Sold For: $3,800
Make: Kongsberg Vapenfabrik, Norway, under license from Browning through Fabrique Nationale
Model: 1914, known as the “Kongsberg Colt”
Serial Number: 927
Year of Manufacture: 1919
Caliber: 11.25×23 ACP (.45 ACP)
Action Type: Single Action Semi-Auto with Removable Magazine
Markings: The left side of the slide is marked 11.25m/m AUT. PISTOL M/1914 No 927”, a crowned shield with a “7” in the center (probably an inspection mark) and a “Crown / Script K” proof mark. The left side of the frame is marked “927”. The slide release, trigger, hammer, safety, grip safety, ejector, mainspring housing, firing pin plate, barrel bushing, ejector and the right side of the magazine release are marked “927”. The right side of the slide is marked “1919” over an incomplete marking. The inside of the slide is marked “927. The barrel is marked “A / 927” and with an “A” in square. The top rear of the slide behind the rear sight is marked “A”.
Barrel Length: 5”
Sights / Optics: The front sight is rounded blade fixed to the slide. The rear sight is a “U” notch dovetailed into the slide.
Stock Configuration & Condition: The grips are checkered hardwood with smooth diamond shapes around the grip screws, and the left grip is cut-out at the top front for clearance for the slide release. The grips have light-moderate handling wear with some scattered nicks, scuffs, scratches and a more notable ding on the right panel in front of the bottom diamond. There are no chips or cracks. The checkering is generally well defined. Overall, the grips are in about Good-Very Good condition.
Type of Finish: Blued
Finish Originality: Original
Bore Condition: The bore is a gray with well defined rifling. There is light erosion and some minor pitting scattered throughout the bore.
Overall Condition: This handgun retains about 65% of its metal finish. The finish is thinning at all edges. There is scattered light finish wear throughout with more notable handling wear in the grip straps. There are several scattered light nicks, scuffs and scratches. Worn and scratched areas show some discoloration from oxidation. There is some marring on the front of the barrel bushing. The action has operational wear. The screw heads are tool marked with strong slots. The markings are generally clear, the marking under the year on the right of the slide appears poorly struck. Overall, this pistol is in about Good-plus condition.
Mechanics: The action functions correctly. The slide has minor play to the frame. The trigger pull is crisp. We did not fire this handgun. As with all used firearms, a thorough cleaning may be necessary to meet your maintenance standards.
Box, Paperwork & Accessories: This pistol comes with one 7 round magazine which has a lanyard ring on the floorplate. The magazine has a dent on the right toward the bottom, moderate finish wear, some minor surface oxidation, intact feed lips and a strong spring, in about Good-plus condition.
Our Assessment: In the early 1900’s, the Norwegians were looking around for a pistol to replace their aging Nagant revolvers. They held several commissions to evaluate pistols, but they all came back recommending Browning-designed Colts, at first the Model 1902 in .38 ACP and finally the Model 1911. The Norwegian parliament kept refusing funding for the pistol, holding out for a “homegrown” design. They finally gave up in 1914 and allowed the 1911 to be adopted. Norway held discussions for Fabrique Nationale, Browning’s representative in Europe, to secure a license to produce the pistols in Norway. Production finally began in 1917 with a few hundred produced. In 1918, a few slight changes were made, which resulted in a slide release that was both extended and lowered, which makes one wonder “Why didn’t we think of that?”. The Norwegian armed forces liked them so much that production continued up to WWII and even during Nazi occupation during the war. Those surviving WWII were kept in service until they were replaced by the Glock P80 in 1985. To add further value to these guns, the Kongsberg Colt and the Argentine Model of 1919 are the only two legitimate licensed copies of the Browning designed Colt 1911 that were produced out of the country. This pistol is a quite early production example with a slide date of 1919 and a serial number under 1,000. It’s The pistol has matching serial numbers on all of the numbered parts. This is a very nice find for collectors of European firearms and for those of Scandinavia in particular. There weren’t that many made, making any that survived to today a rare find. Please see our photos and good luck!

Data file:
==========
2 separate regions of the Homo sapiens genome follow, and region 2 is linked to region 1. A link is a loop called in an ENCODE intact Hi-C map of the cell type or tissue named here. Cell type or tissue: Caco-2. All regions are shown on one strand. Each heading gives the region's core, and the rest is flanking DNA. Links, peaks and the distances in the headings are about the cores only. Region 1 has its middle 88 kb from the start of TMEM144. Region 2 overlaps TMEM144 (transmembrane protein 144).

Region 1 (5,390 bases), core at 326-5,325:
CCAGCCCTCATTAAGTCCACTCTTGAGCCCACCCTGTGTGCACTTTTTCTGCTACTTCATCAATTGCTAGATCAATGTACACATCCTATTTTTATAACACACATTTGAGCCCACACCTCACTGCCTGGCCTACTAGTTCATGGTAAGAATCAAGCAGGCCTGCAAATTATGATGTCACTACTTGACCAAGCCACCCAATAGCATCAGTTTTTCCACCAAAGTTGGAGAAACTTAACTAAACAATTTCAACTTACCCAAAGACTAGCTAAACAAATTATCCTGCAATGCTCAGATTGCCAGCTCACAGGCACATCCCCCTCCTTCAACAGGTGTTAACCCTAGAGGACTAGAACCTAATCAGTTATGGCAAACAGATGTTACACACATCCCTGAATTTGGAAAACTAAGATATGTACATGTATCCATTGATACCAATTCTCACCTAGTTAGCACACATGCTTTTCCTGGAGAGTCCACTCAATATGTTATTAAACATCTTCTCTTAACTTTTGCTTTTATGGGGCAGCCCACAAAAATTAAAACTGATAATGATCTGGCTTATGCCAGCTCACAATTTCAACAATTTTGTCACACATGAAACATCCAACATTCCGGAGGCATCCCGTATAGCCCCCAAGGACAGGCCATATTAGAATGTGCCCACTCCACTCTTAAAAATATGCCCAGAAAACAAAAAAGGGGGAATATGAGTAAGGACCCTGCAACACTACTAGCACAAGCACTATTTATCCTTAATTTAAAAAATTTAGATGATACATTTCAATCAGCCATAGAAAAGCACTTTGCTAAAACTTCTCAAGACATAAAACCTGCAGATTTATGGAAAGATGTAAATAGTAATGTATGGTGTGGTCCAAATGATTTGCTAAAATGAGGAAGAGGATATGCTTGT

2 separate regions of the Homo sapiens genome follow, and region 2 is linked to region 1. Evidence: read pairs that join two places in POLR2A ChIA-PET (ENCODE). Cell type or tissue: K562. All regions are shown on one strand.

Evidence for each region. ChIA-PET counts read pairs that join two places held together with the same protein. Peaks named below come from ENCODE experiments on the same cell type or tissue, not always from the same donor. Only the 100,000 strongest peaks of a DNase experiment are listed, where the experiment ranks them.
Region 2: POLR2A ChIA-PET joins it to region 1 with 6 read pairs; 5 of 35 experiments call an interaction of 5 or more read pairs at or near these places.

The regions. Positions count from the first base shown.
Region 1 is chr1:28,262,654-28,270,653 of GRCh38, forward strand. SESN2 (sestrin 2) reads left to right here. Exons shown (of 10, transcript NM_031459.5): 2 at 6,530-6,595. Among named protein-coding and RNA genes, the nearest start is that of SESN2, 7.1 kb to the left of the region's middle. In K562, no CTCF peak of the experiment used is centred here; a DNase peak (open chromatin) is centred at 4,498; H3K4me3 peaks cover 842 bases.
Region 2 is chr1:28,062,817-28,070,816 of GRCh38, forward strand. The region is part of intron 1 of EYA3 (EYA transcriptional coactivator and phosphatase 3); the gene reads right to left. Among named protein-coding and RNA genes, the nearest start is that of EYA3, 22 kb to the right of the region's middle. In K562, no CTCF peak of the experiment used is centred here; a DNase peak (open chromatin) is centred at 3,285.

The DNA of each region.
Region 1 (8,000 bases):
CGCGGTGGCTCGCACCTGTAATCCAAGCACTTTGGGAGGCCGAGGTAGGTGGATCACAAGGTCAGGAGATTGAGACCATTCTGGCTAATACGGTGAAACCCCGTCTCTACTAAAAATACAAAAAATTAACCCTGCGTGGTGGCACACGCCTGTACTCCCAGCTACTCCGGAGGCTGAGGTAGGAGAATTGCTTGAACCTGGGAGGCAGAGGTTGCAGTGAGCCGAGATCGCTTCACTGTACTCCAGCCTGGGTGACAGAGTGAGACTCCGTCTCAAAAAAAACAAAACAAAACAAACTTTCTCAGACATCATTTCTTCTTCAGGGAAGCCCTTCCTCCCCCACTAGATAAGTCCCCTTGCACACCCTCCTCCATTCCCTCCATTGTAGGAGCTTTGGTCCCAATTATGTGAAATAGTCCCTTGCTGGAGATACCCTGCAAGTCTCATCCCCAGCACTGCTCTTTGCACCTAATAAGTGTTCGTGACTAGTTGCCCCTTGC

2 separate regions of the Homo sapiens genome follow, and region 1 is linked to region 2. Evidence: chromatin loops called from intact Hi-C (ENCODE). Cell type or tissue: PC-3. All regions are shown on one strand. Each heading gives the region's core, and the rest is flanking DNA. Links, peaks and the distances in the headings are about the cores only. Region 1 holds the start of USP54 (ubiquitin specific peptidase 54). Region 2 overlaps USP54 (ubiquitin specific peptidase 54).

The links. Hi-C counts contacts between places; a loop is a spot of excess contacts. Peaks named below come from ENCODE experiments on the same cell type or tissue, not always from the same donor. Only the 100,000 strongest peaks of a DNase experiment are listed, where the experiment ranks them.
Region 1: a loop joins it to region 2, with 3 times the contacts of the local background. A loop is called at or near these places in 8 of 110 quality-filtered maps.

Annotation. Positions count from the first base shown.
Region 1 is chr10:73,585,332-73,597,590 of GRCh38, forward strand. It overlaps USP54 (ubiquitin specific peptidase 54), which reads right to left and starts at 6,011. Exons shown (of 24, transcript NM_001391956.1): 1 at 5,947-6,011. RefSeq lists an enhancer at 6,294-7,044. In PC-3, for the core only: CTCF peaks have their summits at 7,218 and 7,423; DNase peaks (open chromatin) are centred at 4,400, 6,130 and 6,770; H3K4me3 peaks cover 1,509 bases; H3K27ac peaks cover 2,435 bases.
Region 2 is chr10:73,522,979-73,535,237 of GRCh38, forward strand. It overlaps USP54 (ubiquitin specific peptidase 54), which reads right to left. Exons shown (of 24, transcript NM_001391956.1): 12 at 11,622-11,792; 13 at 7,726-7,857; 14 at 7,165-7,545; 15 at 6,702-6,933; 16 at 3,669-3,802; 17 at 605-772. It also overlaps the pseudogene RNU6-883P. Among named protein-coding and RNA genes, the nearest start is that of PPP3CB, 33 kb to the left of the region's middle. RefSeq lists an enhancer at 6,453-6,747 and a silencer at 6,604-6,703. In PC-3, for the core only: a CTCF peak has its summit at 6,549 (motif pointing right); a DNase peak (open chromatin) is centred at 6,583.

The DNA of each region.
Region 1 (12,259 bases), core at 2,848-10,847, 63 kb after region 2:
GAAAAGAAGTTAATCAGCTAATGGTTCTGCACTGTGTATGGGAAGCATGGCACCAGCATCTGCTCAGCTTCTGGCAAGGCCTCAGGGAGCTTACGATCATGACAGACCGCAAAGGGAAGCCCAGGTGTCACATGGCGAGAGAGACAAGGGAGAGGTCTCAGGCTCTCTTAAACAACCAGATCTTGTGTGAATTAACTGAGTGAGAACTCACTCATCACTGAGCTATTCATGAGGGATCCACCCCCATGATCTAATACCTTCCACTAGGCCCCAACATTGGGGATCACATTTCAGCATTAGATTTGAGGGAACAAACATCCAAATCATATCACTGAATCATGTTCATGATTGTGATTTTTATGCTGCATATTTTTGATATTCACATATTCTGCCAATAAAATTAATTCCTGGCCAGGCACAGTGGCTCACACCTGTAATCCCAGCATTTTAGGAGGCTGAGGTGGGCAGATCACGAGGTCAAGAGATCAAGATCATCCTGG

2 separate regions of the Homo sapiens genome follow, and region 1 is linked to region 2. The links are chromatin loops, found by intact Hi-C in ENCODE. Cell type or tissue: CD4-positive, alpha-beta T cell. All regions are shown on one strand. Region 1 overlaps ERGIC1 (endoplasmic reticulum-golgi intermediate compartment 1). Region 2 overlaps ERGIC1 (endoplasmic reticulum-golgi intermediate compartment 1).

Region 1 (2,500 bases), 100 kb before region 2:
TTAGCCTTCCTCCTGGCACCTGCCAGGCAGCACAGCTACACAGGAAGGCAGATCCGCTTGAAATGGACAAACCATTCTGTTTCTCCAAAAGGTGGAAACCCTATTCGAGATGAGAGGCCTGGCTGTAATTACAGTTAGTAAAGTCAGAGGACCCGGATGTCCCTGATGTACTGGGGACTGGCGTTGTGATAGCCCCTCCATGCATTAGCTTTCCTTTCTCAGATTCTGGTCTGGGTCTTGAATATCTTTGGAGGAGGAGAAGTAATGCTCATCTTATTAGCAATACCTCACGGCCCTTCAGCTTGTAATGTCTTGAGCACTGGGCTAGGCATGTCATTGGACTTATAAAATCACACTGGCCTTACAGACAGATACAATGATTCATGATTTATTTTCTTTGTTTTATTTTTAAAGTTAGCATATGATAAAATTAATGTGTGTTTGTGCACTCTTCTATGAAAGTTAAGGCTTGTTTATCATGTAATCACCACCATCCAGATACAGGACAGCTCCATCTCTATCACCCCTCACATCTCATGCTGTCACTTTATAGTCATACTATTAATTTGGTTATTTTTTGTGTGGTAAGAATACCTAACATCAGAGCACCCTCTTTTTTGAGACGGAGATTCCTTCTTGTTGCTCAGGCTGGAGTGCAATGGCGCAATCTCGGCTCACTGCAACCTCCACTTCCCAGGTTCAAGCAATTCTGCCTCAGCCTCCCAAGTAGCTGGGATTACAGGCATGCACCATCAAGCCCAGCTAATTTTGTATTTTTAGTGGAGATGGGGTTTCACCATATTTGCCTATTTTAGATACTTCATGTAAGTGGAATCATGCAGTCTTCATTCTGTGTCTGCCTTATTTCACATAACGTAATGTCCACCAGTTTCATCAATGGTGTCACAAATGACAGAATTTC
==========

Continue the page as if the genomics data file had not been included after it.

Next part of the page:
CA Legal or CA Private Party Transferable (THIS SECTION DOES NOT APPLY TO OUT-OF-STATE RESIDENTS): This C&R Pistol CAN be sold as a dealer sale in California but CANNOT be transferred as a Private Party Transfer (PPT) as our Simi Valley location. All C&R firearms must be transferred through your local dealer OR at our Simi Valley location; we cannot ship directly to a C&R holder in California. Out of state residents can disregard this section – your local laws apply.